2.1.1: Cyclists are not capable of obeying the normal rules of the road, and therefore are endangered if they don't stay at the edge of the roadway. This is an assertion based on the notion that cyclists are young children, who are assumed to be safe only if they stay at the edge of the roadway. Both parts are false. Most roadway cyclists are not young children, but are sufficiently old to obey the normal rules of the road. Furthermore, roadway cycling safety requires that cyclists often operate away from the edge of the roadway, so that those who do not know how to do this safely are endangered. Cyclists need to be trained to operate properly.
2.1.2: Having cyclists operate at the edge of the roadway keeps them safe from fast traffic. This argument assumes that fast motorists will always leave sufficient room at the edge of the roadway to accommodate bicycle traffic, which is false, and it exonerates motorists who are so careless that they drive right into slower vehicles, which is seriously unlawful behavior.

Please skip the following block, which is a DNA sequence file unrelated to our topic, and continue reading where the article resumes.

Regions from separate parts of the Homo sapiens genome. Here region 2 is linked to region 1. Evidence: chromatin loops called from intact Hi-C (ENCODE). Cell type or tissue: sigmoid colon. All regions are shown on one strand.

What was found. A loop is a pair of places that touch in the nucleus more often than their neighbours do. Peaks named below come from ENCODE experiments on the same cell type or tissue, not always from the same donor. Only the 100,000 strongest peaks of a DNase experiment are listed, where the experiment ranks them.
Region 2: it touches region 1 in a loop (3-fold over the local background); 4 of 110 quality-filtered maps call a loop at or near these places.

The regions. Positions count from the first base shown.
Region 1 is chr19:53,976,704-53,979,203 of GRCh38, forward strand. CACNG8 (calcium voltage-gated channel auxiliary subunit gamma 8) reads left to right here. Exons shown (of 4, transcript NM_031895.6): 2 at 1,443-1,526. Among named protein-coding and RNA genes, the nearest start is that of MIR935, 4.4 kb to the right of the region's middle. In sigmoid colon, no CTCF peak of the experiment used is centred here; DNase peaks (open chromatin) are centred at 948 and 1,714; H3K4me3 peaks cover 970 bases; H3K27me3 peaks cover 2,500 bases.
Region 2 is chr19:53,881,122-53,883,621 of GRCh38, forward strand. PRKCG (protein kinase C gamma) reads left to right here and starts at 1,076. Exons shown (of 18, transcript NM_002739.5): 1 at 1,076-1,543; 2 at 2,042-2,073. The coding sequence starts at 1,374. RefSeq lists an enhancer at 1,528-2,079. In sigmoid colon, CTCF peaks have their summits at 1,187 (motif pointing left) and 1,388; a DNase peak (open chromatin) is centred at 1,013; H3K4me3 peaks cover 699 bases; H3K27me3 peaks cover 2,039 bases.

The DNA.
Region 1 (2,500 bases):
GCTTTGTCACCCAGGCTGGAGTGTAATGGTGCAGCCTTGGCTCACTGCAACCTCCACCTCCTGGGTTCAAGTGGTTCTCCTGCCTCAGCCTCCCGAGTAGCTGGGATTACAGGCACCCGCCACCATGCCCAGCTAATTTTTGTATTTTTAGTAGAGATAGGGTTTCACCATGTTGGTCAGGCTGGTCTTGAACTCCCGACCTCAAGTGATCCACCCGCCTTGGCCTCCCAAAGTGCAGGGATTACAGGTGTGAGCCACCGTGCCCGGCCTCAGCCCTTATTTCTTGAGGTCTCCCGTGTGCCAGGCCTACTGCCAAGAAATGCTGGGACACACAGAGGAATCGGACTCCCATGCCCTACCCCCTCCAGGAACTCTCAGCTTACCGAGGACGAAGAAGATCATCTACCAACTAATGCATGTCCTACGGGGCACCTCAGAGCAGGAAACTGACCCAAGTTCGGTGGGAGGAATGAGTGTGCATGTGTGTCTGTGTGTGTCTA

2.1.3: Having cyclists operate at the edge of the roadway, despite the exceptions for safety, will produce less delay to motorists than allowing cyclists to operate as drivers of vehicles. This argument is very weak. The only condition in which the cyclist's lateral position on the roadway might be changed to allow a motorist, who has no other safe choice than to stay behind the cyclist, to safely overtake, is if the cyclist is using a lane that is wider than standard. If the lane is standard-width or narrow, which is the typical case, the cyclist can do nothing to make safe overtaking possible within that lane. Only if the cyclist is operating in a wide outside lane, might there be adequate width for safe overtaking. Only in the limited case when there is adequate width in the outside lane for safe overtaking, does the FTR law require that the cyclist stay far right to facilitate overtaking by faster traffic. That is all the advantage that the FTR law can provide.

2.2: The FTR case has been public policy for decades, and it has produced the following ill effects:
2.2.1: The public belief that staying at the edge of the roadway is both necessary and sufficient for cyclist safety persuades cyclists that they should not leave the edge of the roadway and, therefore, would not benefit from better knowledge and skill in operating according to the rules of the road.
2.2.2: Motorists believe that there is always room for cyclists to move aside safely, simply because the FTR law says that there is.
2.2.3:Some motorists believe that the FTR law expresses the right of motorists to always travel faster than bicycles, that bicycle traffic is prohibited from slowing down motor traffic.